Hoy os enseñamos uno de los secretos que nos fuimos encontrando. Al picar las paredes, empezaron a salir cámaras en todas partes...
Nuestra sorpresa fué que saliese antiguo chapado tras una de las paredes... ¿desde cuándo había estado ahí?
Nos decidimos a dejarlo todo limpio, ya que íbamos a impermeabilizar la casa entera (el padre de Xenia mejor dicho)
Al empezar a limpiar... SORPRESA!!! Lo encontraréis al final del vídeo, y un avance, la actual pared del baño de la planta baja, conserva esas formas!!!
En el próximo post, os mostramos “la joya de la corona de las sorpresas” y la parte que más nos gusta!!!
#XONR8Rs like UCSD Professor Gary Fields, who invited us to speak to his class, allow us to educate young people about wrongful convictions and our work! Thanks to Professor Fields for having us, and to your students — who are all #XONR8Rs too — for being so eager to learn about exoneree Kimberly Long. ⠀
feeling so damn grateful to have a standing home ready and willing to take in those displaced
in moments like this you realize more than ever what is really important
you can’t buy love, safety & community
people coming together to support one another and the immense amount of respect everyone’s shown for our first responders has been so special
we all need more unity
let’s all make more of an effort to come together - we need one another to help remedy global disasters.
Big congrats to Brittany for joining the #100club this morning! 💯💪🏼 This girl seriously crushes every class she’s in! She works so hard and always has the biggest smile! We’re so lucky to have you at our barre, Brittany! We ❤️ you! #100strong
Raymond Tempest was convicted of second-degree murder in 1992. His conviction was reversed, but prosecutors planned to retry him despite having no credible evidence against him. Rather than face a new trial, Tempest accepted an Alford plea in exchange for his freedom. This innocent man now has a criminal record for life because of the #GuiltyPleaProblem .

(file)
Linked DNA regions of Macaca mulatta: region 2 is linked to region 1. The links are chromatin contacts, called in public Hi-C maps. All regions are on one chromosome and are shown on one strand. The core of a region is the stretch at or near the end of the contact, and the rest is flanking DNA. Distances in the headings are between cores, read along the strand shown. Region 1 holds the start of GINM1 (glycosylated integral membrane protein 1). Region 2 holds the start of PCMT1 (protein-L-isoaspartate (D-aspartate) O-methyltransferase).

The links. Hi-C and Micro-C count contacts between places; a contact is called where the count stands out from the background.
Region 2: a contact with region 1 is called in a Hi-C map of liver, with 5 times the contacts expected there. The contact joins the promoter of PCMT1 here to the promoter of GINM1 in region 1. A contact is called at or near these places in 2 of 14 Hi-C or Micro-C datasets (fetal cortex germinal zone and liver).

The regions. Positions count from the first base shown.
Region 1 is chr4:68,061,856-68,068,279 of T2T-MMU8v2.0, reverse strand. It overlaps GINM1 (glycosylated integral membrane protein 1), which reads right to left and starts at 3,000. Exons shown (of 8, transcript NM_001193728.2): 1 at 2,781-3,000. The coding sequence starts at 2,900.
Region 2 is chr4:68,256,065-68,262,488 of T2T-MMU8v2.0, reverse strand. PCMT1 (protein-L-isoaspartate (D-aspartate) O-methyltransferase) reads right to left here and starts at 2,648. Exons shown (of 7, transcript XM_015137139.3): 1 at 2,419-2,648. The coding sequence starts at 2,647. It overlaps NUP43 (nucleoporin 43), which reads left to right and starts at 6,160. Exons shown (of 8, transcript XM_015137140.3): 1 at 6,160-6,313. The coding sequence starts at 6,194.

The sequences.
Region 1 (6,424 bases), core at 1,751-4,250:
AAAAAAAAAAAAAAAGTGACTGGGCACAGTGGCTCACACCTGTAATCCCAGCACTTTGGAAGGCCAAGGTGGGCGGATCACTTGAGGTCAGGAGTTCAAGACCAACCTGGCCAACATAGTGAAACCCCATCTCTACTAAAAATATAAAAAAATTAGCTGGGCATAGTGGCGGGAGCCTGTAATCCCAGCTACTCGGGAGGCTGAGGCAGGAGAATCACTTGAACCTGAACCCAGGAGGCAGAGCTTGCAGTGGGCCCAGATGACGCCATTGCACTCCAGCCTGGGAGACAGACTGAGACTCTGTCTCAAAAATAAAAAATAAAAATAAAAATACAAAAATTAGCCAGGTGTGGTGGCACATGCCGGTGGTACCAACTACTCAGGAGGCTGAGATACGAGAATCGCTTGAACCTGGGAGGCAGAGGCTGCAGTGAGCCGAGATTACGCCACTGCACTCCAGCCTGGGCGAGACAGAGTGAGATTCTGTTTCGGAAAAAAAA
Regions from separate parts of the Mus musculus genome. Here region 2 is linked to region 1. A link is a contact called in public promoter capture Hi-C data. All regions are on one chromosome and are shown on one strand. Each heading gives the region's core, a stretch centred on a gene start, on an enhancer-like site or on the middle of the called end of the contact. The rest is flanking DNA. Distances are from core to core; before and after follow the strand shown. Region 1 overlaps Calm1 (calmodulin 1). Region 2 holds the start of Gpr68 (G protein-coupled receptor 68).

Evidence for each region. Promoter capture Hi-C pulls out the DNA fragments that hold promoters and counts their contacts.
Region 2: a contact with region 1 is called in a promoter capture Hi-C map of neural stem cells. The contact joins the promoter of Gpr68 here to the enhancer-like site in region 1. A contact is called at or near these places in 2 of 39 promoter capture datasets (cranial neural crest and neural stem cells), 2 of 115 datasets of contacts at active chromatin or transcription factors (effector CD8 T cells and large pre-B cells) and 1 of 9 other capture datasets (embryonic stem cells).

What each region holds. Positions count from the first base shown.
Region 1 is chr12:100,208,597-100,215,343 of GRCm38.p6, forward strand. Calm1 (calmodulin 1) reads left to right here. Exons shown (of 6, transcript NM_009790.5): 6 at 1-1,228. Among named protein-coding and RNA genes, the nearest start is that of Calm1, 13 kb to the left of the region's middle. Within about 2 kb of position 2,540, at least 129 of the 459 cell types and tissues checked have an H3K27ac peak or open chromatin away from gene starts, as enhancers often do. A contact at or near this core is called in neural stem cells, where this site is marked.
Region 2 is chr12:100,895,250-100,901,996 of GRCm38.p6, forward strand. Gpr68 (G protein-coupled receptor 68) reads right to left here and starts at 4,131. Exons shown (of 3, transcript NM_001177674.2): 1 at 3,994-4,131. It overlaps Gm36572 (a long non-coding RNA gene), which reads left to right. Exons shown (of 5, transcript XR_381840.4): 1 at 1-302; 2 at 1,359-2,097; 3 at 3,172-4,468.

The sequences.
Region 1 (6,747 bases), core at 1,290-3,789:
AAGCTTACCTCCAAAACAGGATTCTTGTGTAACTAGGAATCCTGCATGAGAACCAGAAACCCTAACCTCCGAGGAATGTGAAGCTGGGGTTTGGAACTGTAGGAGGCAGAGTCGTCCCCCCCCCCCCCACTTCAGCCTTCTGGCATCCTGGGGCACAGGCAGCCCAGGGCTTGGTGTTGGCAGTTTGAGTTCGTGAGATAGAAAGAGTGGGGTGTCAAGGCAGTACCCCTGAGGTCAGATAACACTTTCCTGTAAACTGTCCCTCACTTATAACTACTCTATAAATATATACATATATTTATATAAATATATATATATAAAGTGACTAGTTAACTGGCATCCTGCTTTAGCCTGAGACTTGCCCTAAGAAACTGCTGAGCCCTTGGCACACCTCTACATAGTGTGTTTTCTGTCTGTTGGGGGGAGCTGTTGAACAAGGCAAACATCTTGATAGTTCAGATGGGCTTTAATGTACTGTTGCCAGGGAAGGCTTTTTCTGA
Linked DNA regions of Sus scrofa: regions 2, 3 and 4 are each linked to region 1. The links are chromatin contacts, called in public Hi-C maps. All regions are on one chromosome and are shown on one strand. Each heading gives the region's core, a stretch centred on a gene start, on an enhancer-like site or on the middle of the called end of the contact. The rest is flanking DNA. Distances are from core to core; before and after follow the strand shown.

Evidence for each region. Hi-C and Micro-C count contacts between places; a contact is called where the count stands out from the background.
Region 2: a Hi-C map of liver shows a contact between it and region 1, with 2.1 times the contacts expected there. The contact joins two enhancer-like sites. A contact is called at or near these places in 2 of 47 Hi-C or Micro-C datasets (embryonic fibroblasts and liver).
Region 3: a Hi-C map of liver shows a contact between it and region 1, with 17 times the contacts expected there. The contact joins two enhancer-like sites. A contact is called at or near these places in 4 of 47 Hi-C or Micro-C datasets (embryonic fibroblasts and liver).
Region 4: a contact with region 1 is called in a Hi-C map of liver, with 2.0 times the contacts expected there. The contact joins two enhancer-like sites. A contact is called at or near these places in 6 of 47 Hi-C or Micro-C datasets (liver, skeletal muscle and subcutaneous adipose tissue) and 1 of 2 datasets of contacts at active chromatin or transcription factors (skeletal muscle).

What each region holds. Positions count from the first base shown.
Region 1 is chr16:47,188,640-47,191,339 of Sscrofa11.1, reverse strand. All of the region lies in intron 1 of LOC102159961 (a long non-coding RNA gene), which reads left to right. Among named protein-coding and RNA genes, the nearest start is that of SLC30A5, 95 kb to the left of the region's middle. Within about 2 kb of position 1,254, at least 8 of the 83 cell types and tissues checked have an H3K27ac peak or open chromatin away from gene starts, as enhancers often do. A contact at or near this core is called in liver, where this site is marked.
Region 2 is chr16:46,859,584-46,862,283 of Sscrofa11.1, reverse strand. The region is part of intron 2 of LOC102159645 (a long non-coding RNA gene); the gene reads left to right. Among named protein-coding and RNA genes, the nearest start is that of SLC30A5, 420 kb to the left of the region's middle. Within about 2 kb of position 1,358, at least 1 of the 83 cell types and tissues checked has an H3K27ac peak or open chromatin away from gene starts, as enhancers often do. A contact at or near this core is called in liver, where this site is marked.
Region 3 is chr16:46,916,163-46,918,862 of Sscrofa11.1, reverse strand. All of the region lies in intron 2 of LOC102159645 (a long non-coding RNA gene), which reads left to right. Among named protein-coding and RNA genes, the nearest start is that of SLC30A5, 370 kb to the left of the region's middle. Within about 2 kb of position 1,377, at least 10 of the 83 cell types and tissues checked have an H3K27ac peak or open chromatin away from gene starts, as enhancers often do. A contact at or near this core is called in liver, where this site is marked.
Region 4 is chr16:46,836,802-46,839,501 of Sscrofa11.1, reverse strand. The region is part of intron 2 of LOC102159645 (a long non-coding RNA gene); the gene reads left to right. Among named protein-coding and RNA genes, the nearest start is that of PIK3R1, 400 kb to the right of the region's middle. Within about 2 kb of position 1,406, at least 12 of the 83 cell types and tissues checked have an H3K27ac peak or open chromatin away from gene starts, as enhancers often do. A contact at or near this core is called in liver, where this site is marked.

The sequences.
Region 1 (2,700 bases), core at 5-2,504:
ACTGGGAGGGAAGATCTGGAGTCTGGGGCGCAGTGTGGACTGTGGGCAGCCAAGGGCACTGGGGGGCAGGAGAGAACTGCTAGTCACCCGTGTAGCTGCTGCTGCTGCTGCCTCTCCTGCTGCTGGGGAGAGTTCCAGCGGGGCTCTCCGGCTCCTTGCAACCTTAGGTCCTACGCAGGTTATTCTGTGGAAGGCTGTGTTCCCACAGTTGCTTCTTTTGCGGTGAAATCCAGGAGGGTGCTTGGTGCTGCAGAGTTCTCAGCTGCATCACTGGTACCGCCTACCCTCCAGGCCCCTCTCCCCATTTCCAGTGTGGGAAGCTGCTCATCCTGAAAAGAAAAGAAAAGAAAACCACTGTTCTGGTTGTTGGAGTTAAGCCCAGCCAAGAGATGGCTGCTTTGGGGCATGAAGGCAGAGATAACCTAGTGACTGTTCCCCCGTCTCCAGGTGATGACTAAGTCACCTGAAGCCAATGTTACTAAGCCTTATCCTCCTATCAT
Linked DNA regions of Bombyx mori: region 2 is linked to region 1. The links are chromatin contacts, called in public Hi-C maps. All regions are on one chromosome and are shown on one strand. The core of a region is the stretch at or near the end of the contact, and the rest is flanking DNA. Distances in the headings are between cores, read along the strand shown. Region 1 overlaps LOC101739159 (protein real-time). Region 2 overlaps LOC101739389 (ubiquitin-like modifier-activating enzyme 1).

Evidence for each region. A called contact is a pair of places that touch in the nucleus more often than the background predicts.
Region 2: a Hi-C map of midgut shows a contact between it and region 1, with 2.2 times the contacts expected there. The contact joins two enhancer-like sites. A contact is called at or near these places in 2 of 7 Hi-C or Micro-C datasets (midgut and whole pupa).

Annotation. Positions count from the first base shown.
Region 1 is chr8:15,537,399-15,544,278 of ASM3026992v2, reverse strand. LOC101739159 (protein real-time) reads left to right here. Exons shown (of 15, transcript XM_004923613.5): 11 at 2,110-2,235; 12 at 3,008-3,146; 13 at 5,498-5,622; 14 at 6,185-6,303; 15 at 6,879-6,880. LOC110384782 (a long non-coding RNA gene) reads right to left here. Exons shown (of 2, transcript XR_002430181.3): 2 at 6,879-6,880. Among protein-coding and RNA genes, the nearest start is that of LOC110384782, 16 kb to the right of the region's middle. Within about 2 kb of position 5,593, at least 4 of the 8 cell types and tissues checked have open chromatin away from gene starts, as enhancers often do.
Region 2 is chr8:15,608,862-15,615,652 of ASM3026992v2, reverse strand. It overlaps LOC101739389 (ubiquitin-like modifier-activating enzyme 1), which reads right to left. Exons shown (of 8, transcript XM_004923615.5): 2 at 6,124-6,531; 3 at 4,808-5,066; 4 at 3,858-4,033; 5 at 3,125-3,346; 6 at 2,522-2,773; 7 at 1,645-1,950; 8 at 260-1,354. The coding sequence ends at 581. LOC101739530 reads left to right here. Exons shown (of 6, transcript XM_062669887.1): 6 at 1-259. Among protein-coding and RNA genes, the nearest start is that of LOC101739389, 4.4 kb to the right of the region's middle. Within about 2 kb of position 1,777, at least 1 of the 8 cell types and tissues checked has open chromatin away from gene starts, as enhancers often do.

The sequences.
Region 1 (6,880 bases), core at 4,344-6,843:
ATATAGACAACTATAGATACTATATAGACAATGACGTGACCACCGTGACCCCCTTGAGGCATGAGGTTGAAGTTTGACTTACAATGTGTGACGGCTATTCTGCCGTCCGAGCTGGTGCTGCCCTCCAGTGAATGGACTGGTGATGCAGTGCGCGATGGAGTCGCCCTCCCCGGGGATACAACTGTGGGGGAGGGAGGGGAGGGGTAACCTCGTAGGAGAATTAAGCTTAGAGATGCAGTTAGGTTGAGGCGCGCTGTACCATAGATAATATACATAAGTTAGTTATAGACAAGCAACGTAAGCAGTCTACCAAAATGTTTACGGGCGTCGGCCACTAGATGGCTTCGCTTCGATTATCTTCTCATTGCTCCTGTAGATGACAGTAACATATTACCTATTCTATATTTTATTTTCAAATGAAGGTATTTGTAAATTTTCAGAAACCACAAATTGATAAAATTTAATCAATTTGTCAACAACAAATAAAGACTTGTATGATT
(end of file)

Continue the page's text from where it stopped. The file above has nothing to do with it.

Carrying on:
As we give honor to our Veterans today. We are reminded that so many sacrificed for our safety and freedoms. Thank you!
Unfortunately, we are also disturbed by the all too frequent occurrence of gun violence on an individual level and en mass.
The approach is a tiered resolution.
1) We must have thorough background checks to determine if the applicant has ever been charged with assault, battery, or domestic (or any other type of) violence.
2) Mental health check.
3) Character references (one close family member, one friend who has known the applicant for at least 3 years. And, one reference from a trusted, verifiable source, e.g., co-worker, minister, your doctor, etc.).
4) All new firearms must have fingerprint recognition installed at the time of purchase. All existing firearms must be equipped with the fingerprint technology within 18 months of notice or enactment of legislation. Whichever is later.
5) Alternatively, gun owner's can surrender their firearm(s) and can receive a tax credit per firearm surrendered. Also, for those who have a firearm illegally, can surrender their firearm for a predetermined flat dollar amount with no questions asked.
6) Mandated Social Studies class focusing on the following topics: Gun education, conflict resolution, ethics and equality, and sexual harassment will be taught each year, starting at the 8th grade level through 12th.
New ballet skirt. I made it with my mom's old dress.
Also, I'm planning to make some ballet warmers to protect my leg from winter.
Apparently warmers help my body not only stay warm but also prevent injury.
Anyway, I'm happy to have my own handmade wrap skirt.
I wasn't really happy in any of these pictures.
My high school was a liberal, pluralistic, Jewish school in San Fransisco. They openly support LGBTQ, where more than half my teachers were gay or transgender, (which i find positive btw), and they would bring in murders & ex-prostitutes to come speak at the school to “hear the other side.”
My Jewish school taught a class on “why the torah is NOT true” where my 2 remaining religious friends, took the course, only to come out of it no longer keeping shabbat.
I think giving different perspectives and allowing for everyone to feel comfortable is a positive thing. And when I first became religious I expected the openness, flexibility, and accommodation to extend to me.
But it didn’t.